Progressing past brick walls when compiling family history

Progressing past brick walls when compiling family history

Most of my family history research has gone straight back through my direct ancestors, in some cases to 6 generations without any problems.

I have encountered brick walls for some of my great-grandmothers and am still stuck on a few of them.

I’ve made great progress on one recently though by coming forward although going back is still a work in progress.

Caroline Rumpf

My 2 x great grandmother is Caroline Rumpf, quite an unusual name which I believe to be German. I have her marriage details and I found her quite easily on the 1891 census married to John William Martin Fonblanque (JWM) and with her 3 year old son John Berkeley de Fonblanque (JB). They were living in 39 Muschamp Road, Peckham, south London which was smarter then than it is now. She was 23 and her husband 70 – quite an age difference here. He was a widower with a son who was 19 years older than my great grandfather JB.

In 1891 her census return says she was aged 23 and born in Norwich, Norfolk, England. This means her date of birth is around 1868.

Then the trail went cold, I couldn’t find her on any other censuses from 1901 or 1911.

Her husband JWM, a former barrister, died in May 1891 not long after the census. Caroline is mentioned as the widow and ‘relict’ in his probate where he left £549 7s 10d equivalent to around £69,000 today.

What happened to Caroline?

I started to wonder if she had remarried after being widowed at just 23 with a young son. Doing a search for Caroline Fonblanque came with a few headaches…

How many Caroline Fonblanques are there in my tree at this time?

I have found at least 6 of them over 3 generations which makes it quite confusing when trawling through the records.

I saw one on Ancestry where a Caroline Fonblanque married someone Duffill but didn’t think it was significant as there were several Carolines born Fonblanque who this could have been for.

Tip: Check carefully that you have the right person if you have several people with the same name in your tree.

Thinking creatively…

I then started being more creative in my searching. Her son JB was called Jack in the 1891 census so I started to look for him.

Tip: Ancestry is very helpful in bringing up suggestions for similar names as Fonblanque is regularly mis-transcribed in the census. There’s an option for ‘sounds like’ when searching.

Also look for a child when trying to confirm a parent’s details.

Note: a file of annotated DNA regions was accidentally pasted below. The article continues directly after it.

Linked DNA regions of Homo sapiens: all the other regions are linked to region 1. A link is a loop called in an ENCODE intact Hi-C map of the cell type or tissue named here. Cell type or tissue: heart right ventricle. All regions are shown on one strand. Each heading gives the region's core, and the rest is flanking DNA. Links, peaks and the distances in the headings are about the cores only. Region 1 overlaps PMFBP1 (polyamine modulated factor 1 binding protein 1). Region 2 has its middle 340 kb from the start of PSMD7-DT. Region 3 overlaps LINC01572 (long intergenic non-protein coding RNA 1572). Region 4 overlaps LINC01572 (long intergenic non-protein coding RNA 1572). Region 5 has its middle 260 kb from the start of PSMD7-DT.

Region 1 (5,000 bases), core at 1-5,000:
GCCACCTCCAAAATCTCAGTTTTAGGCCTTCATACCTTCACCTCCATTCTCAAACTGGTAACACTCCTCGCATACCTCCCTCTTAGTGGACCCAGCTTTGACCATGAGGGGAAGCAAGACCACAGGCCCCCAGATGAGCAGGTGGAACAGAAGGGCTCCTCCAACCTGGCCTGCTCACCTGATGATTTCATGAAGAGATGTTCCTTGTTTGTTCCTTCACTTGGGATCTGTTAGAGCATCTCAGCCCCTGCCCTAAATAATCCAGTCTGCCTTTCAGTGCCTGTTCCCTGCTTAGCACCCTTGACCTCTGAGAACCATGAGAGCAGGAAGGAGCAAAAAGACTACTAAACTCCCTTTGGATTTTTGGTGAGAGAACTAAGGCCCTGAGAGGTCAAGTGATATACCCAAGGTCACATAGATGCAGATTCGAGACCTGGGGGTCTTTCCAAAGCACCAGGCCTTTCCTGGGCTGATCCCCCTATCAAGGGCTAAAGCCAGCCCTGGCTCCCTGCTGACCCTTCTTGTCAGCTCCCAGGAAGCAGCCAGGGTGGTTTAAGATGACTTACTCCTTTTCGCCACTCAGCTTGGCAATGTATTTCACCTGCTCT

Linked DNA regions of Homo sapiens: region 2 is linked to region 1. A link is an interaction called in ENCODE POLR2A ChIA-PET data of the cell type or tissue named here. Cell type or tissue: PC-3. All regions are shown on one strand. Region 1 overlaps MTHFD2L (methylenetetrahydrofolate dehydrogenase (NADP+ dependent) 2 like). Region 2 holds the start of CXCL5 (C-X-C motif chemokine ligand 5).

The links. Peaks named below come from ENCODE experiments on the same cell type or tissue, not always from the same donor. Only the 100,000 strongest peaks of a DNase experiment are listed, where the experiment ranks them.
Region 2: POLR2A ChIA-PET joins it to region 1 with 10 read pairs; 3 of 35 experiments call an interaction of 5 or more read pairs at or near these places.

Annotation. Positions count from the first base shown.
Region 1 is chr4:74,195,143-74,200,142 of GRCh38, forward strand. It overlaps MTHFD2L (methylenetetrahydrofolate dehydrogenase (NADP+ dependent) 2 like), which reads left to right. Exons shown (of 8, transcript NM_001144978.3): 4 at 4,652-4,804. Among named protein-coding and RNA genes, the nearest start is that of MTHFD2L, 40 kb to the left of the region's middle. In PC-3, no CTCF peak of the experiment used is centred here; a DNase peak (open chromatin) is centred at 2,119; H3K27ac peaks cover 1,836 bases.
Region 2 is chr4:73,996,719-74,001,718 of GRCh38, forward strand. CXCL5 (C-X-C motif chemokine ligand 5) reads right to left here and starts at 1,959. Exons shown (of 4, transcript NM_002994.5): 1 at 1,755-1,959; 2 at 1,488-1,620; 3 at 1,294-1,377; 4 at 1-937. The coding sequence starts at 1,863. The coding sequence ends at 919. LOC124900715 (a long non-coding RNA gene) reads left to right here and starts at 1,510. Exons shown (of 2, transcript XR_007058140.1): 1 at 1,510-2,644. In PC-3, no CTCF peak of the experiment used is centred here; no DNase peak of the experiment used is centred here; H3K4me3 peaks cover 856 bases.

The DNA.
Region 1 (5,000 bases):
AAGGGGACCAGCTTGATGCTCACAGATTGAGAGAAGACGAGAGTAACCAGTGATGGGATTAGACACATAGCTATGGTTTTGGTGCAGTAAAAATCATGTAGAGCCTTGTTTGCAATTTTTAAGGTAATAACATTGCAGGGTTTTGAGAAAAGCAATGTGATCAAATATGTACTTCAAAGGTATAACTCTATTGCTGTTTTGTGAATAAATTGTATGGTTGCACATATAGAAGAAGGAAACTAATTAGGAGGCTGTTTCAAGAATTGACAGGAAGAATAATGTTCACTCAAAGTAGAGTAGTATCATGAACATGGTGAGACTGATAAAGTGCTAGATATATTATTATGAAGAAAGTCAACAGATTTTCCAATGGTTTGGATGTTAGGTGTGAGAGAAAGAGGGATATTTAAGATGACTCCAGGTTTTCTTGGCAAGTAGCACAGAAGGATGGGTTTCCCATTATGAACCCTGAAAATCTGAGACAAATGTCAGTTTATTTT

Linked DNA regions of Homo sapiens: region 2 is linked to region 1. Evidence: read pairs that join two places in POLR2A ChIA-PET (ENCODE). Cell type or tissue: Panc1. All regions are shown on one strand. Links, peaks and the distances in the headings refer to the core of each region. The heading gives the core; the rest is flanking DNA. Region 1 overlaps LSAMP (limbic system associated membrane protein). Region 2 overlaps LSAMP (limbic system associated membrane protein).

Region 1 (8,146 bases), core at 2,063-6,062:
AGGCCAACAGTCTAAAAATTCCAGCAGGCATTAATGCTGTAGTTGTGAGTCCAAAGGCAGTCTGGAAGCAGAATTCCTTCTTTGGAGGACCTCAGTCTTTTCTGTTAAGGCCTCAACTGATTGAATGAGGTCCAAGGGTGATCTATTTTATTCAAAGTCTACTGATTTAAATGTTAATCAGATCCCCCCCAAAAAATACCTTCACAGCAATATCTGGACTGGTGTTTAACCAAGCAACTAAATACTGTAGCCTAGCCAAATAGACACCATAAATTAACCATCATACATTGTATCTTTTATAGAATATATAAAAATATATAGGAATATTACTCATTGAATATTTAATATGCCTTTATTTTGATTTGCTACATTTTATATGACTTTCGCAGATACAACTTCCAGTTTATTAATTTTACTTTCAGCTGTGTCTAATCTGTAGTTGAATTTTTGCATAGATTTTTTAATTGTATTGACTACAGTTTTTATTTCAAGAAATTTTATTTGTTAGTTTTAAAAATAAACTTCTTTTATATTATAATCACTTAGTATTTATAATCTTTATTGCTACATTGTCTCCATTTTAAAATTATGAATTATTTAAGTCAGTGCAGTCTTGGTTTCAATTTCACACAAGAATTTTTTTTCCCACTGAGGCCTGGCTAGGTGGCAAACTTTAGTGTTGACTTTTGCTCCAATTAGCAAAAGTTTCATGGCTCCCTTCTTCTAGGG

And in the 1901 census Jack is shown with Caroline Duffill living in Bexhill in Sussex! And with a younger half-brother.

Looking at the original census return Jack’s name was spelled correctly.

However Caroline is shown as aged 36 and born in Clapham, London. I know this is the right person as her son Jack B is shown and his is a very distinctive name. Caroline is 10 years older than her second husband George Duffill who she married in 1899. If she is 36 on the census then her date of birth is around 1865 not 1868.

Her second husband dies

Tip: The people shown on a funeral announcement will often have their relationship to the deceased mentioned.

By 1911 Caroline is a widow again aged 46 with 3 surviving sons (there is a child who has died – not sure who this is yet, possibly a girl born in 1901 called Ethel Mary Duffill) and living in Bexhill working as a Fancy Draper at home. I believe she could be a dressmaker.

She is still saying she was born in Clapham and is a “British Subject by Parentage”. Her son JB is now an articled clerk working in Battle (name mis-transcribed again). He went on to become a solicitor at Lincoln’s Inn in London.

She also appears in the trade directory in 1915 and 1918 as a shopkeeper /stationer at Oaklands, St James Road, Bexhill.

My great grandfather JB must have moved to London fairly soon after this as he married by great grandmother in on 4 January 1913 and my grandmother was born in July 1913. I actually have their original marriage banns (complete with a hanging stamp) and wedding certificate.

I did some more digging in the British Newspaper Archive and found her death notice in 1923. In this she is called Edith Caroline Duffill. It says she only had two sons and JB isn’t mentioned (although he is shown on his step-father’s burial notice in 1909 (see above).

Tip: Check old newspapers for birth, marriage and death announcements. Search for the full name as well as just the surname.

I don’t have any definite photographs of Caroline. I have her son JB’s papers which include lots of family history enquiries. In amongst this are a couple of lovely photos of him as a young child and one of a beautiful young woman, possibly Caroline but I need to do further research here.

Caroline with her husbands and children (Robert is from JWM’s first marriage)

A family mystery

Finding Caroline living locally with a second family was a complete surprise. My family never knew of Caroline. We grew up in Sussex, only around 20 miles from Bexhill. My father also never knew his grandfather lived in Bexhill from the age of 3 to 23. JB lived in London after he married and everyone believed he had grown up there. We also never knew he had two younger half brothers. Sadly both of them have died and I haven’t yet found any living descendants of theirs. If any Duffills read this please get in touch.

And Caroline’s parents?

I haven’t yet managed to trace Caroline’s ancestry. Was she born in 1868 or 1865? There’s a possibility of a link to someone in Suffolk. If anyone knows anything about the Rumpf family I would be very happy to hear about it…. I will carry on searching.

I hope my experience and tips help you with your brick walls, please let me know if so.

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